Another way to ease fear and build trust is through the simple but overlooked act of giving encouraging facial expressions. I remember being in a Session meeting where the elders were interviewing a group of people joining the church. As we got to one woman, she began by blurting out to one of the elders, "You sure look mean!" Actually, this elder was one of the gentlest men who even at that moment was enjoying listening to the testimonies. Nevertheless, he did have a scowl on his face that was communicating the opposite of what he felt.

Men, many of you need to work on this. While you think you are being attentive to someone talking with you, that other person is reading in your face that you are angry or impatient or he just can't figure you out at all. He doesn't know if what he is saying makes sense to you, if he should keep on or stop. All he is getting from you is a stolid face. You need to nod your head and give expression in your face to communicate back to him. You need to make sounds of agreement or wrinkle your forehead in disagreement; in some way communicate. Otherwise, you are making the other person nervous not knowing how you are reacting to him.

Elders need to understand how intimidating it can be for someone to have to appear before them, whether it be for a pastoral concern or hearing a testimony or just giving a presentation. Men need to be aware how intimidating it can be for some women to meet with them, particularly when the conversation may be about job performance. And all leaders need to be conscious of how their authority puts their subordinates in an uneasy position. We think we are merely discussing a particular task; they are worrying about what we are thinking about them.

The old adage here is to put yourself in the other person's shoe. Anyone under your authority is always in the position of being judged for performance by you. You may not think about that, but they do if you have not developed an atmosphere of being for them. Think what it is like to be in their position and relate to them accordingly.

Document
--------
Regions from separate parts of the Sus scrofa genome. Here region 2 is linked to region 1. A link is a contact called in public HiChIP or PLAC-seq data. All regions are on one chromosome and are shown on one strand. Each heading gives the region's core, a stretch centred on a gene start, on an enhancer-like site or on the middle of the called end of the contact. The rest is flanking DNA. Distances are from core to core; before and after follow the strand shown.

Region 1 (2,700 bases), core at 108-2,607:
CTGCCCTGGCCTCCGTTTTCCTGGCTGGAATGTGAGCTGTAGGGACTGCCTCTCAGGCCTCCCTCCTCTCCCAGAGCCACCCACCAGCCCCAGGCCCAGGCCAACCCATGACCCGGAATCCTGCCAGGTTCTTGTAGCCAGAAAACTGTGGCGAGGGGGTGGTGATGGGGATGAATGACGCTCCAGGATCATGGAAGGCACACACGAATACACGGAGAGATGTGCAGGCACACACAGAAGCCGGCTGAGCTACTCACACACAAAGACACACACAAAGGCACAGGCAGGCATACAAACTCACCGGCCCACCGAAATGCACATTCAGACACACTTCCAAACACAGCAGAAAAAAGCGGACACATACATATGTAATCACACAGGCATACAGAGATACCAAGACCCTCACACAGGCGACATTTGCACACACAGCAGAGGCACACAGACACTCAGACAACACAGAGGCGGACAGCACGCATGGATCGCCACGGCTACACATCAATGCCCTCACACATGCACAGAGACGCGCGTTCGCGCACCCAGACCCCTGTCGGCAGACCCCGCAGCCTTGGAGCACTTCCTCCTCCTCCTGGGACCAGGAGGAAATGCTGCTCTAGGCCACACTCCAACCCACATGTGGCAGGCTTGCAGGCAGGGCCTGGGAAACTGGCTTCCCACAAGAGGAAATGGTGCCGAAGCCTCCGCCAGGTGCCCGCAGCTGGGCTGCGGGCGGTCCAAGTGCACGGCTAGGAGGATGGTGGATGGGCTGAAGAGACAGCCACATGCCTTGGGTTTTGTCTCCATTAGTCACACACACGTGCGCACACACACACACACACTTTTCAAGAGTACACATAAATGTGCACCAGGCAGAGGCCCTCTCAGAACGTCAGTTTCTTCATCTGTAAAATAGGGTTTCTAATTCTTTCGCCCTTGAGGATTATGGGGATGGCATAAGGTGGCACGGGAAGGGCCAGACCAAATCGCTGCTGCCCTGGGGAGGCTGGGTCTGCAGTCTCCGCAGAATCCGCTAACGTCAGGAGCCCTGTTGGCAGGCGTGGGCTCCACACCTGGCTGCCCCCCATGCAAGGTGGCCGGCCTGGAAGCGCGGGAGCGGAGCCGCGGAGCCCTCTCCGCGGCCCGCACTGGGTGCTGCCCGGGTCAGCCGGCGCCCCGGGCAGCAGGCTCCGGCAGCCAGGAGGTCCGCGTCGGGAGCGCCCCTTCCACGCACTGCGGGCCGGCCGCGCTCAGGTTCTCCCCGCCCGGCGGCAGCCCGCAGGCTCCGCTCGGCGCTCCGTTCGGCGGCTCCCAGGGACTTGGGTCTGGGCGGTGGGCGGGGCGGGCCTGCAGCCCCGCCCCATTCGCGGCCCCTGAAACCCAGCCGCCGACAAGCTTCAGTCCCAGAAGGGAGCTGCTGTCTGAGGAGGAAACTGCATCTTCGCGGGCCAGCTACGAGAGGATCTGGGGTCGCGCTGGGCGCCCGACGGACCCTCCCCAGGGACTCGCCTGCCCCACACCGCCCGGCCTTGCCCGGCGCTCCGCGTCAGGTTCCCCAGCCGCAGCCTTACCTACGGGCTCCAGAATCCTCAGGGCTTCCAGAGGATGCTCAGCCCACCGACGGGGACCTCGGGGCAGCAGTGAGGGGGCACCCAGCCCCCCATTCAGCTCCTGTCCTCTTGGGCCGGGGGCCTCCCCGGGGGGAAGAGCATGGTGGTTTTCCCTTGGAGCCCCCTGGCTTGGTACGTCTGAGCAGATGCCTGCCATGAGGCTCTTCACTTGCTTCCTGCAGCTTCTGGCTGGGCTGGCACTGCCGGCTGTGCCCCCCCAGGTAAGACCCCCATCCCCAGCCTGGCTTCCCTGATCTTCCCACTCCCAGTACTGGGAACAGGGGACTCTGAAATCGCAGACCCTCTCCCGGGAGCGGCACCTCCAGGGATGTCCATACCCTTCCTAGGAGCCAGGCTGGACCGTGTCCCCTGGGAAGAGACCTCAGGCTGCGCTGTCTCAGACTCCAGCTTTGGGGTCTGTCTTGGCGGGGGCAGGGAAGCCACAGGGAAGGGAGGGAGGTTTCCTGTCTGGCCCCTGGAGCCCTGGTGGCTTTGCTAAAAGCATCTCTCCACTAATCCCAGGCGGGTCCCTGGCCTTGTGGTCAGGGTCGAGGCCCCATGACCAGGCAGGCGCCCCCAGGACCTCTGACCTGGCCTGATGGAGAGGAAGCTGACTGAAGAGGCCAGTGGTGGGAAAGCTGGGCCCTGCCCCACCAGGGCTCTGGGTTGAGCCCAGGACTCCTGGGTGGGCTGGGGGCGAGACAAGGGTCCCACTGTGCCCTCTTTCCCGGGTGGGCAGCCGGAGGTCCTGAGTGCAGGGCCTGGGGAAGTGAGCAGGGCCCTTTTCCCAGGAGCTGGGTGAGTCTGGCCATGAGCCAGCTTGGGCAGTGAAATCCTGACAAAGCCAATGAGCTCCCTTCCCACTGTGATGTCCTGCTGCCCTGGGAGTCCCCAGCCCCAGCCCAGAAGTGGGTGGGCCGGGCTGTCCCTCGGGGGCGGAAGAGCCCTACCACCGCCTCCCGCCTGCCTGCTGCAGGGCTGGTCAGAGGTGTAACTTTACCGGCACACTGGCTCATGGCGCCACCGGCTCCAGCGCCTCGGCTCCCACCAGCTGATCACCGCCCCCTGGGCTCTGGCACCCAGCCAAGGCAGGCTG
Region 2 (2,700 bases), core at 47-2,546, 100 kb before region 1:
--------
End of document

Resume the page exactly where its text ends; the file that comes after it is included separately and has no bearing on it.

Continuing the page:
And then be alert for what makes your people tick. The more a person can do what naturally motivates him, the better worker he will be. You want to look for what comes naturally for your people. It might be doing a particular task such as organizing papers or carrying on a conversation. I might be a particular subject. Where one person has nothing to say when brainstorming ideas about what outreach events to hold, he may become quite talkative when you move to figuring out logistics. You may not be able to change jobs around to fit each person, but most jobs can be tweaked to emphasize a person's strength over his weakness and to encourage his interests over what is boring to him.

And some motivational activities can be simple and seem trivial like bringing to the meeting a snack you know is appreciated. Think of ways to show appreciation and be alert to what is meaningful to individuals. One person may like public attention when he does well; another may prefer the private pat on the back. Not everyone gets involved in ministry for the same reason nor are they motivated the same way.

But what every Christian does want is to be useful and productive for Christ's kingdom. He wants to know that what he does matters. The more in tune you are to how to reinforce that feeling for each individual, the more responsive he or she will be to your leadership. Every Christian will downplay that they are looking for attention or reward in their ministry service. And it is true that most are not in it for those reasons. But all of us need positive reinforcement for what we do. We may claim that we desire only to be good servants of Christ; as much as that may be true, God has created us with an inner need for human affirmation. Consider yourself to be Christ's representative to your brothers and sisters to convey his approval of their service. Especially take this role in regard to those who are under your leadership.

The human heart is filled with fears and yearnings. You cannot remove all the fears and fulfill the yearnings. But be alert to them. Know that they are at play in your people's lives and that they impact they way they relate to you and serve with and for you. Give the cup of cold water, the cup of encouragement. You will not merely refresh them occasionally, but find that the apt word spoken and the kind deed performed will be significant acts that the Lord used to build them up towards maturity in Christ.